Farmers are obligated to collect and remit the sales tax on all retail sales to each customer. Retail sales can be thought of as the sale to the end user as opposed to a wholesaler. There are no exceptions or special circumstances allowed for farmers selling their own production. The tax must be separately stated and added to the sales price or charge. The Virginia Department of Taxation is the state agency responsible for insuring that this occurs.

Individuals, partnerships, corporations, etc. must file for a Certificate of Registration if starting a business in Virginia or desiring to conduct business as a dealer by selling directly to the consumer. The farmer must register with the state by filing State Form R1, Combined Registration Application Form (http://www.tax.virginia.gov/taxforms/Business/Registration/R-1.pdf ), and must collect and pay the tax due on retail sales. Once registered, the farmer will be assigned a Virginia tax identification number that will be used when conducting business with the state. If your application indicates that you will be collecting sales tax, the department will send you a Virginia Certificate of Registration for sales tax. This certificate permits sales tax collection, and allows the farmer to issue and receive exemption certificates. The Virginia Certificate of Registration must be displayed at your place of business. The farmer should also apply for a Federal Tax Identification Number (FEIN) by going directly to the IRS (http://www.irs.gov/businesses/small/article/0,,id=98350,00.html).

Sales tax rates fall into two basic categories that farmers selling retail need to be aware of. These are food and non-food categories. The basic sales tax for non-food items is 5% of gross sales and is comprised of 4% for the state and 1% for the locality. Food sales are taxed at a total rate of 2.5% of gross sales, which is comprised of 1.5% for the state and 1% for the locality. Department of Taxation Bulletin 5-78 discusses the sale of eligible food items subject to the reduced state tax rate of 1.5% as are deemed eligible under the federal food stamp definition.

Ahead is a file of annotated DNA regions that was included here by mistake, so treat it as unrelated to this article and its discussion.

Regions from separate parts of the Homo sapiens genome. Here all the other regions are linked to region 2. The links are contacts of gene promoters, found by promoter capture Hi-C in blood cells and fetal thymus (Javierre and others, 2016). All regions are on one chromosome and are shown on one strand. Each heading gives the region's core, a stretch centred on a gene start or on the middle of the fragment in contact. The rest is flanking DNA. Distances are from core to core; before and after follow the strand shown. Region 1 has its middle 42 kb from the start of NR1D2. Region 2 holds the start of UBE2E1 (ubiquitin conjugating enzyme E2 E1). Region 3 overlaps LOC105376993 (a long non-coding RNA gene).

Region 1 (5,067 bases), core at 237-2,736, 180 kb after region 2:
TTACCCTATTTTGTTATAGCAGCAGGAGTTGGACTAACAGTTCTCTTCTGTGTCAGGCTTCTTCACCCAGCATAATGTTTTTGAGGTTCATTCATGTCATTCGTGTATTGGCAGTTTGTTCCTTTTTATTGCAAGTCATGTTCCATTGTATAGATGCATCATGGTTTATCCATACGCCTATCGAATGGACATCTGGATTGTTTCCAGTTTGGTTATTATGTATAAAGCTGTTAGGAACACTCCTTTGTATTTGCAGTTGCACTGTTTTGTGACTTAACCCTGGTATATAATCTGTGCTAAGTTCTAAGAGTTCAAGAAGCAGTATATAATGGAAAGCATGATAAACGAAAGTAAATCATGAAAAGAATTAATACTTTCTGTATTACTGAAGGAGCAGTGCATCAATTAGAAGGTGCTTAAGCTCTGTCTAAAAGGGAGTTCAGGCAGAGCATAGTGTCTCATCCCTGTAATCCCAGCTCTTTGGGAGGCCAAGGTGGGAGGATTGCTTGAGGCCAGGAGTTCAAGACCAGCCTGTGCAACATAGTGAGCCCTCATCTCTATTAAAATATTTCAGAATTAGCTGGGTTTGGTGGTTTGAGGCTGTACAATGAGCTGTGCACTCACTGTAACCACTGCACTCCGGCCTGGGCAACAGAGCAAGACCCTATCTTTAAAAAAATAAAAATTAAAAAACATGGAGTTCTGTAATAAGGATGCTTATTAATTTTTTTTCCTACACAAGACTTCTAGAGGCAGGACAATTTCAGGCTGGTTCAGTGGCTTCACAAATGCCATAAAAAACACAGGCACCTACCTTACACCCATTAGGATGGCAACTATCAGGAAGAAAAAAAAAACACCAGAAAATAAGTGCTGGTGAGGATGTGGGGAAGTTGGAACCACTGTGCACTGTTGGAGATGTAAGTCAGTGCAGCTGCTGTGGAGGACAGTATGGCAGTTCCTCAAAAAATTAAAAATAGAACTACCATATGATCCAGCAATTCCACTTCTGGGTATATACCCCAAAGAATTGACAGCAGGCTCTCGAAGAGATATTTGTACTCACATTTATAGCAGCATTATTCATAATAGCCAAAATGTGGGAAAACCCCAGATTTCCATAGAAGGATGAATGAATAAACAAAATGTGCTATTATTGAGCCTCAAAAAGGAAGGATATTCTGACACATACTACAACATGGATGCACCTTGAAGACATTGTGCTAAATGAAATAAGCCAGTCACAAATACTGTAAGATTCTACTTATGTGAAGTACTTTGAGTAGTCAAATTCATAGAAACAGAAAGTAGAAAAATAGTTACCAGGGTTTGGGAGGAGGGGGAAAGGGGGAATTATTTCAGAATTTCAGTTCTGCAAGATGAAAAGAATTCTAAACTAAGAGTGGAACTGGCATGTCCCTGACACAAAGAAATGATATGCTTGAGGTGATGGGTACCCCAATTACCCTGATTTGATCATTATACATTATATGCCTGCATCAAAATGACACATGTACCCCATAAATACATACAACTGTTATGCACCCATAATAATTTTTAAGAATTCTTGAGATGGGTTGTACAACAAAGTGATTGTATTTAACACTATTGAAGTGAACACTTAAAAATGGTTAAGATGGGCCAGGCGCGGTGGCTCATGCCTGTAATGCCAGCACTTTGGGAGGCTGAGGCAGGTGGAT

Many direct marketers also have the opportunity to sell to a wholesaler or further-processor in addition to their retail customers. The only way a farmer does not have to collect sale tax from someone purchasing product for resale is if that person provides the appropriate Certificate of Exemption.

The sales tax applies to regular or recurring sales of farm products by farmers or peddlers at public markets, roadside stands, farms, etc. There is a provision for the occasional sale where you do not collect sales tax, but this is intended for the truly occasional sale, defined as three or fewer separate transactions within one calendar year, providing the activity does not require a Certificate of Registration. Because sales at fairs, flea markets, etc. generally involve multiple individual sales they are not considered occasional sales.

The laws governing Sales and Use Tax are generally straightforward, i.e. “If you are selling retail, then you must collect sales tax.” However, an individual farmer often has unique questions specific to his operation. To address specific questions, the Department of Taxation suggests that you write the Tax Commissioner for a ruling. Complete information on Virginia Sales and Use Tax can be obtained at the Virginia Department of Taxation website: http://www.tax.virginia.gov/ and use the Business Link to reach the Sales and Use Tax.